Jump­ing into her Land Rover, with Flute tak­ing a well-earned rest in the back, Jane makes her way to a neigh­bour­ing hay field just as the first droplets of rain start to pat­ter against the wind­screen. In a far cor­ner, under the splayed branches of a ma­jes­tic oak, a group of lambs shel­ters. Born only last week, the young­sters may be black now, but the com­bi­na­tion of a free-rang­ing life­style and the sun on their backs means it won’t be long be­fore they trans­form from dark- to milk-choco­late brown and then, fi­nally, a deep golden colour to match their par­ents. “The flock graze at their own pace. They just trun­dle along,” Jane says, stop­ping to jot down a few ob­ser­va­tions in her notebook. “They’re not con­fined and have got lots of space, which makes all the dif­fer­ence. They’re happy sheep.”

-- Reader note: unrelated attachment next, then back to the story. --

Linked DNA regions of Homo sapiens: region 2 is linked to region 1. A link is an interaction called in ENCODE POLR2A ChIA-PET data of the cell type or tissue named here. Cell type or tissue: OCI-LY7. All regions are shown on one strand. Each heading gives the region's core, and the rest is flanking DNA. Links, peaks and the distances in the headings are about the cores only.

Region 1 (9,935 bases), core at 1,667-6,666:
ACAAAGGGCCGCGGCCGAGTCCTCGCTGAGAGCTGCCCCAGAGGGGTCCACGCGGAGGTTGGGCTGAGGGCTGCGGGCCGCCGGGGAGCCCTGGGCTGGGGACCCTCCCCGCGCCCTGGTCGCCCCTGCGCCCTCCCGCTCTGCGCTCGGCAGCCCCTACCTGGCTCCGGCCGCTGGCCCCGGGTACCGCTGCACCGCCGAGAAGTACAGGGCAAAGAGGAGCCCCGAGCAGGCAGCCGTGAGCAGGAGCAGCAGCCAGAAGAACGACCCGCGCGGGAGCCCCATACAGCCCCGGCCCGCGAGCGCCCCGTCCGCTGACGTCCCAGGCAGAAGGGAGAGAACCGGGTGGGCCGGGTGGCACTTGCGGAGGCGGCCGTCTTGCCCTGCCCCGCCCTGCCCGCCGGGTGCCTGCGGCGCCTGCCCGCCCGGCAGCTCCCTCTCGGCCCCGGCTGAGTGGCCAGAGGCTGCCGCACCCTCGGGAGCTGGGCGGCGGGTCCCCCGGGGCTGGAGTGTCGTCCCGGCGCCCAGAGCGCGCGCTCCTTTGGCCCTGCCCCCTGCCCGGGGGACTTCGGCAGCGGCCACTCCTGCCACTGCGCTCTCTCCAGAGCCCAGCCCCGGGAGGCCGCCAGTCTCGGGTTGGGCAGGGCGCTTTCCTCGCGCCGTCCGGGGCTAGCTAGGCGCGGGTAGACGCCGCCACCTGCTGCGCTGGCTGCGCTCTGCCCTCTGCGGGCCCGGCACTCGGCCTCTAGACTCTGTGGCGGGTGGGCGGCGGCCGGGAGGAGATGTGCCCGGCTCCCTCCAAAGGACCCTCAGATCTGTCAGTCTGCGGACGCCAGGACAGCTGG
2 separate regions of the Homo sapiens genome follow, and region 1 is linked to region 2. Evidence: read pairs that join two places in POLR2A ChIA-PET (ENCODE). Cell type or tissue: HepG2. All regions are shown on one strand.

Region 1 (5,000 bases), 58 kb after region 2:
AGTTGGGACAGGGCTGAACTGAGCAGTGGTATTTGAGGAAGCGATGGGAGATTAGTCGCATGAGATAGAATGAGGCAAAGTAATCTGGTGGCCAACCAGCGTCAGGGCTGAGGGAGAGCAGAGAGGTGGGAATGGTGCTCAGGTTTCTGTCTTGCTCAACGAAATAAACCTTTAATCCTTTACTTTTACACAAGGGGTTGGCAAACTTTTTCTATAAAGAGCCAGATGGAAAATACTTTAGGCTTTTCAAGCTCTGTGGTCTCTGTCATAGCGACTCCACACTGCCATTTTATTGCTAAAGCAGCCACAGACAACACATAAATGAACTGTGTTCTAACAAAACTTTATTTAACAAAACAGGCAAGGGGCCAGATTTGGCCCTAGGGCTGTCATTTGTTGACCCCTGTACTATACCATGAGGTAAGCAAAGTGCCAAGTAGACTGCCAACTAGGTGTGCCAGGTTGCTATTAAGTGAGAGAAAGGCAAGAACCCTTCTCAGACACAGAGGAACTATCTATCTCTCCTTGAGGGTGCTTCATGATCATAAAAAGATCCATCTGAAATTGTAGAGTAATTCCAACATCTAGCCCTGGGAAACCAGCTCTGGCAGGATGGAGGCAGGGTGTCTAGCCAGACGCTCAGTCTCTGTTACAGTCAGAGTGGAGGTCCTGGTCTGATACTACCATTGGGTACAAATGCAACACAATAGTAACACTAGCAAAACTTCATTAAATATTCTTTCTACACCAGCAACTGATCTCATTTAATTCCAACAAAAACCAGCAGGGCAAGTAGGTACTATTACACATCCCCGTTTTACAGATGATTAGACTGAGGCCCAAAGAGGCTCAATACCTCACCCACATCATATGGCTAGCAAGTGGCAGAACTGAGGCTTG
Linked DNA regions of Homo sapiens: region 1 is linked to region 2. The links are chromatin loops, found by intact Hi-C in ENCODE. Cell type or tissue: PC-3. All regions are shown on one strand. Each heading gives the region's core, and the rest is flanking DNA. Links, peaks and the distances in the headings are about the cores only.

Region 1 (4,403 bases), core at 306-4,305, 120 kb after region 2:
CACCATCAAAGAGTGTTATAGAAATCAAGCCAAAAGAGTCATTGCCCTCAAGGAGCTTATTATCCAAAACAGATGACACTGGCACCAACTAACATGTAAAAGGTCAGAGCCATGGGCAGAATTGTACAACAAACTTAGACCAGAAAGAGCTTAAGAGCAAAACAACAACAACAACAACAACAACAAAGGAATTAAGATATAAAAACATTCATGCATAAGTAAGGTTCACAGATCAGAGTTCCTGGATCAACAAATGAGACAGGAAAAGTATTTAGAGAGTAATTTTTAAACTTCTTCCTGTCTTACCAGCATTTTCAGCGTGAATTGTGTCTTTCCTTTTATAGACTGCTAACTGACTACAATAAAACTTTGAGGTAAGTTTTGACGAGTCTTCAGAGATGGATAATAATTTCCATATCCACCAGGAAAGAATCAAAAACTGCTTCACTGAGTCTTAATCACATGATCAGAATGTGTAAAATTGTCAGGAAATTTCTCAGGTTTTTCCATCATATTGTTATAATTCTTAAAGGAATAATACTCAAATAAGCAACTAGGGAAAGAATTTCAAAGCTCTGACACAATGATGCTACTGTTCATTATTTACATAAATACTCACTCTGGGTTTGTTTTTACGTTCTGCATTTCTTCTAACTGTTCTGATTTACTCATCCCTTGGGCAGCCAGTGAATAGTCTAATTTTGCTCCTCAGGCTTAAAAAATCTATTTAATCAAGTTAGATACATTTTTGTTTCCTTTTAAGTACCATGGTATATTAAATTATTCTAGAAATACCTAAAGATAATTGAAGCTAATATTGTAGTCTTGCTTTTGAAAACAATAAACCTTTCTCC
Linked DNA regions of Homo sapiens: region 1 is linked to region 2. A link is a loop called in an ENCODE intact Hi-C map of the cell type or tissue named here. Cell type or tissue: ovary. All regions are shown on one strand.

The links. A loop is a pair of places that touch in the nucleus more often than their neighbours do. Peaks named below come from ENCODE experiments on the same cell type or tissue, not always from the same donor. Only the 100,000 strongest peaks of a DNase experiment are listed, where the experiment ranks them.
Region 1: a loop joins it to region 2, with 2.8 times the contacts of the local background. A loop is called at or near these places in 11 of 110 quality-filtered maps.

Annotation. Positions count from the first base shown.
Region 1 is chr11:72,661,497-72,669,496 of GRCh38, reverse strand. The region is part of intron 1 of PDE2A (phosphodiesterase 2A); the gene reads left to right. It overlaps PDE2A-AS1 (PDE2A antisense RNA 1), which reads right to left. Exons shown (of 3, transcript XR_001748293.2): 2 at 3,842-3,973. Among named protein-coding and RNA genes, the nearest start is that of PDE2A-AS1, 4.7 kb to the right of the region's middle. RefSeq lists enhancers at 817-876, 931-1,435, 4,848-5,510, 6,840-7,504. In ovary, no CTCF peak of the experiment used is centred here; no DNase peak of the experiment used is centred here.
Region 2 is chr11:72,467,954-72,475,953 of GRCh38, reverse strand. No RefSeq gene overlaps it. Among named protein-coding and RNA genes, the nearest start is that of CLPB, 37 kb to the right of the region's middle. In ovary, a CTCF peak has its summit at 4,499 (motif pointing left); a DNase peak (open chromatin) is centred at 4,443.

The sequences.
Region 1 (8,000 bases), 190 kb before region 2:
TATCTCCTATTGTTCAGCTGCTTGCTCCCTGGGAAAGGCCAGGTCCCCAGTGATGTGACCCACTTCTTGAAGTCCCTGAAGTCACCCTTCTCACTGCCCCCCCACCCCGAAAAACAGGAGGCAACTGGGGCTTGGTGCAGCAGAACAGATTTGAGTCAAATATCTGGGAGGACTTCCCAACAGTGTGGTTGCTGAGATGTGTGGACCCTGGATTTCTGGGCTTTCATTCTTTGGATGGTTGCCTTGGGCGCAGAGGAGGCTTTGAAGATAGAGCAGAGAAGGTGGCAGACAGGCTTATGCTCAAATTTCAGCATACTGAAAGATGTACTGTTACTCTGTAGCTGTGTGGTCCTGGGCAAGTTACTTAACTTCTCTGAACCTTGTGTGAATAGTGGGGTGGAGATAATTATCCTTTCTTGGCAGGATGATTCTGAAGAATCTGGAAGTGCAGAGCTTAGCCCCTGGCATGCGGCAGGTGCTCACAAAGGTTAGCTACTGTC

Many might as­so­ci­ate lambs with new be­gin­nings, but, for Jane, this time ac­tu­ally marks the end of the shep­herd’s year. “It’s bit­ter­sweet when you see your flock,” she says wist­fully. “You feel pride that you have reared a batch of such good-look­ing an­i­mals, but sad­ness that you can’t keep them for ever.” As the clouds give way to dap­pled sun­light, Flute is back to work, weav­ing in and out of the tall grass with prac­tised speed and agility. Work­ing on the land through­out the year, Jane has grown to love each sea­son – whether it’s shear­ing in early summer or set­ting up hay sta­tions on crisp win­ter days – but ad­mits there’s some­thing par­tic­u­larly

spe­cial about lamb­ing. “You’re on high alert, but there’s a real sense of ex­cite­ment and an­tic­i­pa­tion,” she says. “When they ar­rive, it’s like opening a present. See­ing them take their first few steps, look­ing healthy and strong, well, that’s just ex­tra­or­di­nary.”